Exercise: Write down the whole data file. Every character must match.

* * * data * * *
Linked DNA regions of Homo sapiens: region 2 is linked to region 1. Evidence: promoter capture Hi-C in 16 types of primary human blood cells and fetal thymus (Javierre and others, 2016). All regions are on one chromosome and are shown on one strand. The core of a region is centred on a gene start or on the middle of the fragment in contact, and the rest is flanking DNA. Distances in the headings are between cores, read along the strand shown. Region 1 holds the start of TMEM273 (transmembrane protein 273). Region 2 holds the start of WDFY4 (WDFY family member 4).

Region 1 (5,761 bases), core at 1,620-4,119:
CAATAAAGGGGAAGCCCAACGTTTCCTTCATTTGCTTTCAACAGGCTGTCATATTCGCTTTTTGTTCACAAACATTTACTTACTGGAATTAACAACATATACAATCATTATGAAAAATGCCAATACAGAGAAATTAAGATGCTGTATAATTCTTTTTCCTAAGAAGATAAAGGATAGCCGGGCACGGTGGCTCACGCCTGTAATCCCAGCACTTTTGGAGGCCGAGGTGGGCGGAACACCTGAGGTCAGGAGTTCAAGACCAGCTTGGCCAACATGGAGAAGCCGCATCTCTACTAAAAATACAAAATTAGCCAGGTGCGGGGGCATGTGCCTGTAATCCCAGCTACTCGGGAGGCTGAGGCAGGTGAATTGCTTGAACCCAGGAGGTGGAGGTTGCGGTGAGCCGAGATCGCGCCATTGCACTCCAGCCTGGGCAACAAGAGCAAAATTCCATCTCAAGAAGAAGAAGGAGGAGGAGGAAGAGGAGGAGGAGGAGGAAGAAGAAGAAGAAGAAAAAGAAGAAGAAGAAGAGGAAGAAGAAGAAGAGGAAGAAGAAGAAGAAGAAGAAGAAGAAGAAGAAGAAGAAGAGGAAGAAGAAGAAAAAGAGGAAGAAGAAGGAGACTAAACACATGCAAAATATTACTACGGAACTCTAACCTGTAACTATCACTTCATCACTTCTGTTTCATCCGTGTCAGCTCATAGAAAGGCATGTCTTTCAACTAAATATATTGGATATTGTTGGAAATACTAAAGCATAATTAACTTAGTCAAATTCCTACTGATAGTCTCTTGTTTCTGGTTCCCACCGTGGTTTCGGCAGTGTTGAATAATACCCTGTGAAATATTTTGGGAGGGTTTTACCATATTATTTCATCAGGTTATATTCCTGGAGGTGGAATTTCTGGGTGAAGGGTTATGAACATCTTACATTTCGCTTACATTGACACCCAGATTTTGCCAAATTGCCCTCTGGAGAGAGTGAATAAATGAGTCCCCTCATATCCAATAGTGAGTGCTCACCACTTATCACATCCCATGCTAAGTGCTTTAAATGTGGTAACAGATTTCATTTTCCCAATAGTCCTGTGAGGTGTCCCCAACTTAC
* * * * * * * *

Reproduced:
Linked DNA regions of Homo sapiens: region 2 is linked to region 1. Evidence: promoter capture Hi-C in 16 types of primary human blood cells and fetal thymus (Javierre and others, 2016). All regions are on one chromosome and are shown on one strand. The core of a region is centred on a gene start or on the middle of the fragment in contact, and the rest is flanking DNA. Distances in the headings are between cores, read along the strand shown. Region 1 holds the start of TMEM273 (transmembrane protein 273). Region 2 holds the start of WDFY4 (WDFY family member 4).

Region 1 (5,761 bases), core at 1,620-4,119:
CAATAAAGGGGAAGCCCAACGTTTCCTTCATTTGCTTTCAACAGGCTGTCATATTCGCTTTTTGTTCACAAACATTTACTTACTGGAATTAACAACATATACAATCATTATGAAAAATGCCAATACAGAGAAATTAAGATGCTGTATAATTCTTTTTCCTAAGAAGATAAAGGATAGCCGGGCACGGTGGCTCACGCCTGTAATCCCAGCACTTTTGGAGGCCGAGGTGGGCGGAACACCTGAGGTCAGGAGTTCAAGACCAGCTTGGCCAACATGGAGAAGCCGCATCTCTACTAAAAATACAAAATTAGCCAGGTGCGGGGGCATGTGCCTGTAATCCCAGCTACTCGGGAGGCTGAGGCAGGTGAATTGCTTGAACCCAGGAGGTGGAGGTTGCGGTGAGCCGAGATCGCGCCATTGCACTCCAGCCTGGGCAACAAGAGCAAAATTCCATCTCAAGAAGAAGAAGGAGGAGGAGGAAGAGGAGGAGGAGGAGGAAGAAGAAGAAGAAGAAAAAGAAGAAGAAGAAGAGGAAGAAGAAGAAGAGGAAGAAGAAGAAGAAGAAGAAGAAGAAGAAGAAGAAGAAGAGGAAGAAGAAGAAAAAGAGGAAGAAGAAGGAGACTAAACACATGCAAAATATTACTACGGAACTCTAACCTGTAACTATCACTTCATCACTTCTGTTTCATCCGTGTCAGCTCATAGAAAGGCATGTCTTTCAACTAAATATATTGGATATTGTTGGAAATACTAAAGCATAATTAACTTAGTCAAATTCCTACTGATAGTCTCTTGTTTCTGGTTCCCACCGTGGTTTCGGCAGTGTTGAATAATACCCTGTGAAATATTTTGGGAGGGTTTTACCATATTATTTCATCAGGTTATATTCCTGGAGGTGGAATTTCTGGGTGAAGGGTTATGAACATCTTACATTTCGCTTACATTGACACCCAGATTTTGCCAAATTGCCCTCTGGAGAGAGTGAATAAATGAGTCCCCTCATATCCAATAGTGAGTGCTCACCACTTATCACATCCCATGCTAAGTGCTTTAAATGTGGTAACAGATTTCATTTTCCCAATAGTCCTGTGAGGTGTCCCCAACTTAC